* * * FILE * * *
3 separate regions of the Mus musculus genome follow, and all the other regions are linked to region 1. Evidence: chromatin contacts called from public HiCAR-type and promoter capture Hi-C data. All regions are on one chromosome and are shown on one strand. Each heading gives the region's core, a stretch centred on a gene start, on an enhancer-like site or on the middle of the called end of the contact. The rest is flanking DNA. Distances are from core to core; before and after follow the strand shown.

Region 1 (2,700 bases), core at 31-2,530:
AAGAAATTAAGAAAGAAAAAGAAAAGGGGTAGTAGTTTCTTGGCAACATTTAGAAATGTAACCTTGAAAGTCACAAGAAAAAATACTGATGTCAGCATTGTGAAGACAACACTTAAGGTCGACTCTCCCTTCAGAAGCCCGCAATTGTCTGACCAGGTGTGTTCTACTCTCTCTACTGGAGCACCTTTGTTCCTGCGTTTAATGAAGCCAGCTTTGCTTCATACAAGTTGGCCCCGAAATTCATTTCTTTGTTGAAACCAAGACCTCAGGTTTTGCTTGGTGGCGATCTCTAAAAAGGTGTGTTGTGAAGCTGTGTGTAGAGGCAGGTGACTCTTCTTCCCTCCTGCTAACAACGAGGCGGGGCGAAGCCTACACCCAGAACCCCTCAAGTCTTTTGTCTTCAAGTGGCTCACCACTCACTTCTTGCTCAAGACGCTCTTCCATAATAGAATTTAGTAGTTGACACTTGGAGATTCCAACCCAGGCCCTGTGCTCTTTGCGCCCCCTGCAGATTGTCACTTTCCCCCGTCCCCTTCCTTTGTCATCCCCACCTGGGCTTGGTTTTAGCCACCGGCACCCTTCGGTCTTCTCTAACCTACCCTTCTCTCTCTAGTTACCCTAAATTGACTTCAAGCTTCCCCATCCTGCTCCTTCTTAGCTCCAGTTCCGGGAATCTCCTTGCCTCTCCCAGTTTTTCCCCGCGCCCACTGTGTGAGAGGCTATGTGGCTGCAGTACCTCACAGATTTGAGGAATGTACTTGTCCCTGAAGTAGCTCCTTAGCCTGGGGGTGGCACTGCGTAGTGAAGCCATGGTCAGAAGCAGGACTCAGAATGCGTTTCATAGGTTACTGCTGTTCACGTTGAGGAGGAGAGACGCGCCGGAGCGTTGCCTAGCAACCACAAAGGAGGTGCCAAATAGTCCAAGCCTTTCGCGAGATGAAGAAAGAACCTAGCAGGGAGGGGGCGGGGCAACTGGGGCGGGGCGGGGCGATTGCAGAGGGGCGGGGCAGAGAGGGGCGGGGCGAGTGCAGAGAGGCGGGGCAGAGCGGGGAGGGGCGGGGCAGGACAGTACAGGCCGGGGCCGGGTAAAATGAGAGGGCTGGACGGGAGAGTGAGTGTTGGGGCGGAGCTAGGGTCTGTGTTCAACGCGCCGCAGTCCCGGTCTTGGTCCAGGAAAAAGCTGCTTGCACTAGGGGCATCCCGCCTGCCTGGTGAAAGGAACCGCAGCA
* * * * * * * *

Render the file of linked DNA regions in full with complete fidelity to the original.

3 separate regions of the Mus musculus genome follow, and all the other regions are linked to region 1. Evidence: chromatin contacts called from public HiCAR-type and promoter capture Hi-C data. All regions are on one chromosome and are shown on one strand. Each heading gives the region's core, a stretch centred on a gene start, on an enhancer-like site or on the middle of the called end of the contact. The rest is flanking DNA. Distances are from core to core; before and after follow the strand shown.

Region 1 (2,700 bases), core at 31-2,530:
AAGAAATTAAGAAAGAAAAAGAAAAGGGGTAGTAGTTTCTTGGCAACATTTAGAAATGTAACCTTGAAAGTCACAAGAAAAAATACTGATGTCAGCATTGTGAAGACAACACTTAAGGTCGACTCTCCCTTCAGAAGCCCGCAATTGTCTGACCAGGTGTGTTCTACTCTCTCTACTGGAGCACCTTTGTTCCTGCGTTTAATGAAGCCAGCTTTGCTTCATACAAGTTGGCCCCGAAATTCATTTCTTTGTTGAAACCAAGACCTCAGGTTTTGCTTGGTGGCGATCTCTAAAAAGGTGTGTTGTGAAGCTGTGTGTAGAGGCAGGTGACTCTTCTTCCCTCCTGCTAACAACGAGGCGGGGCGAAGCCTACACCCAGAACCCCTCAAGTCTTTTGTCTTCAAGTGGCTCACCACTCACTTCTTGCTCAAGACGCTCTTCCATAATAGAATTTAGTAGTTGACACTTGGAGATTCCAACCCAGGCCCTGTGCTCTTTGCGCCCCCTGCAGATTGTCACTTTCCCCCGTCCCCTTCCTTTGTCATCCCCACCTGGGCTTGGTTTTAGCCACCGGCACCCTTCGGTCTTCTCTAACCTACCCTTCTCTCTCTAGTTACCCTAAATTGACTTCAAGCTTCCCCATCCTGCTCCTTCTTAGCTCCAGTTCCGGGAATCTCCTTGCCTCTCCCAGTTTTTCCCCGCGCCCACTGTGTGAGAGGCTATGTGGCTGCAGTACCTCACAGATTTGAGGAATGTACTTGTCCCTGAAGTAGCTCCTTAGCCTGGGGGTGGCACTGCGTAGTGAAGCCATGGTCAGAAGCAGGACTCAGAATGCGTTTCATAGGTTACTGCTGTTCACGTTGAGGAGGAGAGACGCGCCGGAGCGTTGCCTAGCAACCACAAAGGAGGTGCCAAATAGTCCAAGCCTTTCGCGAGATGAAGAAAGAACCTAGCAGGGAGGGGGCGGGGCAACTGGGGCGGGGCGGGGCGATTGCAGAGGGGCGGGGCAGAGAGGGGCGGGGCGAGTGCAGAGAGGCGGGGCAGAGCGGGGAGGGGCGGGGCAGGACAGTACAGGCCGGGGCCGGGTAAAATGAGAGGGCTGGACGGGAGAGTGAGTGTTGGGGCGGAGCTAGGGTCTGTGTTCAACGCGCCGCAGTCCCGGTCTTGGTCCAGGAAAAAGCTGCTTGCACTAGGGGCATCCCGCCTGCCTGGTGAAAGGAACCGCAGCA